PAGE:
Photographer gifts one million images that help tell the story of Scotland

A highly-regarded Scottish photographer has donated more than one million of his images to a university archive with the collection capturing more than 30 years of the ways of a nation.

Jeremy Sutton-Hibbert has gifted his work to St Andrews University, with the acquisition doubling its photographic archive which dates back to the first half of the 19th Century.

Everyday moments of ordinary people and their environments regularly feature in his collection as do the realities of industry - from North Sea fishing to coal mining - as he searches for the stories of our times.

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Mr Sutton-Hibbert said: “It’s a huge privilege for my work to enter the collection but I don’t really see it as being about me. Over the past 32 years so many people have let me into their life, whether its into their living room or onto their fishing boat. So many people have let me in and on many occasions not really questioned why.

"This collection of work is their story and I hope that the pictures I take, if people see merit in them, will help in some way to contribute to the story of Scotland.”

Series of photographs taken in the aftermath of national tragedies, such as Dunblane and Lockerbie, also form part of the collection.

Mr Sutton-Hibbert started taking pictures aged nine, with his pet cat and family holidays among his first subjects. He later went to Glasgow College of Building and Printing with his growing abilities with a camera helping to fuel his need to travel and explore.

While Scotland remains a constant seam of his work, he has spent more three decades “travelling the world twice”, with overseas assignments including aftermath of 9/11 in New York, the Fukushima nuclear disaster in Japan and whaling in the Southern Ocean.

Longannet Colliery, three generations of miners. George Lang (centre), grandfather Jock Land (left) and father Bert Lang (right) have been miners all their lives. They are pictured having a beer in the Mansfield Arms, Sauchie, Scotland, April 2001. © Jeremy Sutton-Hibbert/ Courtesy of University of St Andrews.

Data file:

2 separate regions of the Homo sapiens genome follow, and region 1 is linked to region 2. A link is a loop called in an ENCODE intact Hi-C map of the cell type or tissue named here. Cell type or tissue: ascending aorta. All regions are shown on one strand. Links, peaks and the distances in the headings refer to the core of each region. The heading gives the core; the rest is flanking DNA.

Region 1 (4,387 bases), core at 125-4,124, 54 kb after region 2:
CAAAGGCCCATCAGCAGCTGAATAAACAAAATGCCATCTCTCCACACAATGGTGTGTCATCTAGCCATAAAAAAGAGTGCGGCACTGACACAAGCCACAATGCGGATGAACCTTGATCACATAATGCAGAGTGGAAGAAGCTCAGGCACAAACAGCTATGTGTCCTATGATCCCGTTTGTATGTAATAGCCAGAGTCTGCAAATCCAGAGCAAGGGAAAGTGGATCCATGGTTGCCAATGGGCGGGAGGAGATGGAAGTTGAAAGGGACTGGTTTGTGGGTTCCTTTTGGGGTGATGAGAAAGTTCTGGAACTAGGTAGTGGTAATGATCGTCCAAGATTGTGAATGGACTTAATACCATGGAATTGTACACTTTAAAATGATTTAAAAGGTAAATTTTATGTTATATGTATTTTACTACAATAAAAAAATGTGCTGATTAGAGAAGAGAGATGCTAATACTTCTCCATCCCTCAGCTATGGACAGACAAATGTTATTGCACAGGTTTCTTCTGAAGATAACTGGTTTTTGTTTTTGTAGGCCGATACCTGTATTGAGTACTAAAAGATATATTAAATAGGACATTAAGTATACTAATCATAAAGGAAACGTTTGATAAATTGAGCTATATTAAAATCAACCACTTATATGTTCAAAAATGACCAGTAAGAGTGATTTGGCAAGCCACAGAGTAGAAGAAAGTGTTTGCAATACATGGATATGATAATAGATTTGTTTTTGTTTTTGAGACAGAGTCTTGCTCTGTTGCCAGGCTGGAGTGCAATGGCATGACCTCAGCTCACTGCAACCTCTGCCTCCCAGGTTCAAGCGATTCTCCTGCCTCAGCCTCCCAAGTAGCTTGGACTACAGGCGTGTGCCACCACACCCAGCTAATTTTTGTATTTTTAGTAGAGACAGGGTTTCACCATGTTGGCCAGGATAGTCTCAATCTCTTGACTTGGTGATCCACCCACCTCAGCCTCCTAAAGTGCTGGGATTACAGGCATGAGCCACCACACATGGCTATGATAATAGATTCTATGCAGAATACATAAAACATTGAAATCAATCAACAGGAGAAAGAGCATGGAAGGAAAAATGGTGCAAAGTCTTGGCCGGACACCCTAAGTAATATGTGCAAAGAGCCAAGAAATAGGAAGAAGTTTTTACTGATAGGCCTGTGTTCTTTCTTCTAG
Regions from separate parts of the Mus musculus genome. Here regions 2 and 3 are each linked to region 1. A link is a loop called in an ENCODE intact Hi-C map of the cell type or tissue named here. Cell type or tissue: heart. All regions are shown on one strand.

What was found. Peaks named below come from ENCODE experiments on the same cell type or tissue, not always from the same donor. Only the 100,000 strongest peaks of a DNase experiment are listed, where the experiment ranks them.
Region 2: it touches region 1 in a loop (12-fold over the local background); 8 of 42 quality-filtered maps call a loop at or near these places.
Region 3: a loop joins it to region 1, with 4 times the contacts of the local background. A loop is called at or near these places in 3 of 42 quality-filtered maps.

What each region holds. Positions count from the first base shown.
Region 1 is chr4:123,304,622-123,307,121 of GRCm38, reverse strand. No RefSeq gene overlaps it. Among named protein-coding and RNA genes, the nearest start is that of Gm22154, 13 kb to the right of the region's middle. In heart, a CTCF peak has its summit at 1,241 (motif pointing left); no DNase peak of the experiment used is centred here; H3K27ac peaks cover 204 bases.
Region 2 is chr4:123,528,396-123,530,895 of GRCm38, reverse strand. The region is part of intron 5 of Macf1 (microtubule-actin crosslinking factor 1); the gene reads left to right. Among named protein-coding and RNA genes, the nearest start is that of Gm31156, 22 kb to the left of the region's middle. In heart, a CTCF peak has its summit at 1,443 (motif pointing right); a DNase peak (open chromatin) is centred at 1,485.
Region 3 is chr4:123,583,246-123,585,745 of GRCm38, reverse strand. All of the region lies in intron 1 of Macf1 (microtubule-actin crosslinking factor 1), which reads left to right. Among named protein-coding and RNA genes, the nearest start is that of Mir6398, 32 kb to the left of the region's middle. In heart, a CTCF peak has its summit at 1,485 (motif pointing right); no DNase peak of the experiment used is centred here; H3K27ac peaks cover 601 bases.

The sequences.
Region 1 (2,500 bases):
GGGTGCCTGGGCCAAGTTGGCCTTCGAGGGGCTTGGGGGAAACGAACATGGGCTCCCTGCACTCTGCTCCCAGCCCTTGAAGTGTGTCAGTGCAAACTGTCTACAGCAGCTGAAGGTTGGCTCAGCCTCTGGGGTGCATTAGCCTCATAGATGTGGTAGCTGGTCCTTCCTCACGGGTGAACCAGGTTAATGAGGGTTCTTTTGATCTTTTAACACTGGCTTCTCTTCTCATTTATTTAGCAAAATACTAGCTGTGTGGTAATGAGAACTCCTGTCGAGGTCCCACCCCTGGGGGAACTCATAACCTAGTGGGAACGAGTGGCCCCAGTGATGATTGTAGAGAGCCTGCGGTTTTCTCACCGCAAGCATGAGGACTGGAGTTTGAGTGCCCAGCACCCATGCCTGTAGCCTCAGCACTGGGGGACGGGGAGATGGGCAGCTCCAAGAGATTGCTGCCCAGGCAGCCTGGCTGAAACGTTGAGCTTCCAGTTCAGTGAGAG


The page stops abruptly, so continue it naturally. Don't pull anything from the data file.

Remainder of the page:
Mr Sutton-Hibbert added: “I am extremely lucky that my little camera takes me all over the world, whether it be down a coal mine or into Papua New Guinea. But with that there is the responsibility to share those images.”

He started to organise the last three decades of his work over lockdown with advice on archiving from Rachel Nordstrom, Photographic Collections Manager in the university’s Libraries and Museums, leading to the acquisition.

The photographer said: “You don’t take these pictures for them to be hidden away in a back bedroom. You take them so that hopefully they can benefit society.”

Mr Sutton-Hibbert said a photographer “first and foremost” had to be a people person who operated with honesty and inquisitiveness.

East European 'klondyker' fish factory ships at anchor off the Shetland Isles, where they had come to buy herring and mackerel. 1994. PIC: Jeremy Sutton-Hibbert

He said he felt he caught the “tail end of the golden age of photo journalism” with spreads in Sunday magazines and figures such as Don McCullin helping to propel the work.

Mr Sutton-Hibbert, a founder member of the Document Scotland photography collective, added: “Today, people everywhere are taking photos on smartphones and publications and websites are using this content from the public.

“But the danger is if that photo is not being archived. Is that image going to be looked after in 50 years time? How will it be accessed? How will you find it, where will it be?

"There is a great need for photographers to work in a documentary fashion. That is why archives like St Andrews are so important for the nation.”

Photographer Jeremy Sutton-Hibbert.
‘Satra, the Roma of Sintesti’ - Two Roma gypsy youths tend to their horses on the approach road to Sintesti Roma camp, near Bucharest, Romania, 1990. PIC: Jeremy Sutton-Hibbert/ Courtesy of University of St Andrews.
A New York policeman stands on Broadway beside flowers, a Scottish saltire flag, and cards of condolences to the victims of the September 11th 2001 terrorist attack on the World Trade Centre buildings in Lower Manhattan. New York, America, October 2001. © Jeremy Sutton-Hibbert/ Courtesy of University of St Andrews.
Bill Smith secures the nets aboard the seine netter Argosy in the North Sea, Scotland, February 1995. © Jeremy Sutton-Hibbert/ Courtesy of University of St Andrews.
Burning scrap wire to retrieve the copper within with ‘Glasgow’s Miles Better’ iconic logo on the wall behind. The Gorbals, Glasgow, November 1993. © Jeremy Sutton-Hibbert/ Courtesy of University of St Andrews.
Graham Craig of Tayreed Company, who harvested water reeds for the thatching industry, on the River Tay near Dundee, April 1997. PIC: Jeremy Sutton-Hibbert.
People await the results of a raffle competition during a local community action day to save the Calder Street swimming pool in Govanhill, Glasgow, Scotland, 2001. © Jeremy Sutton-Hibbert/ Courtesy of University of St Andrews.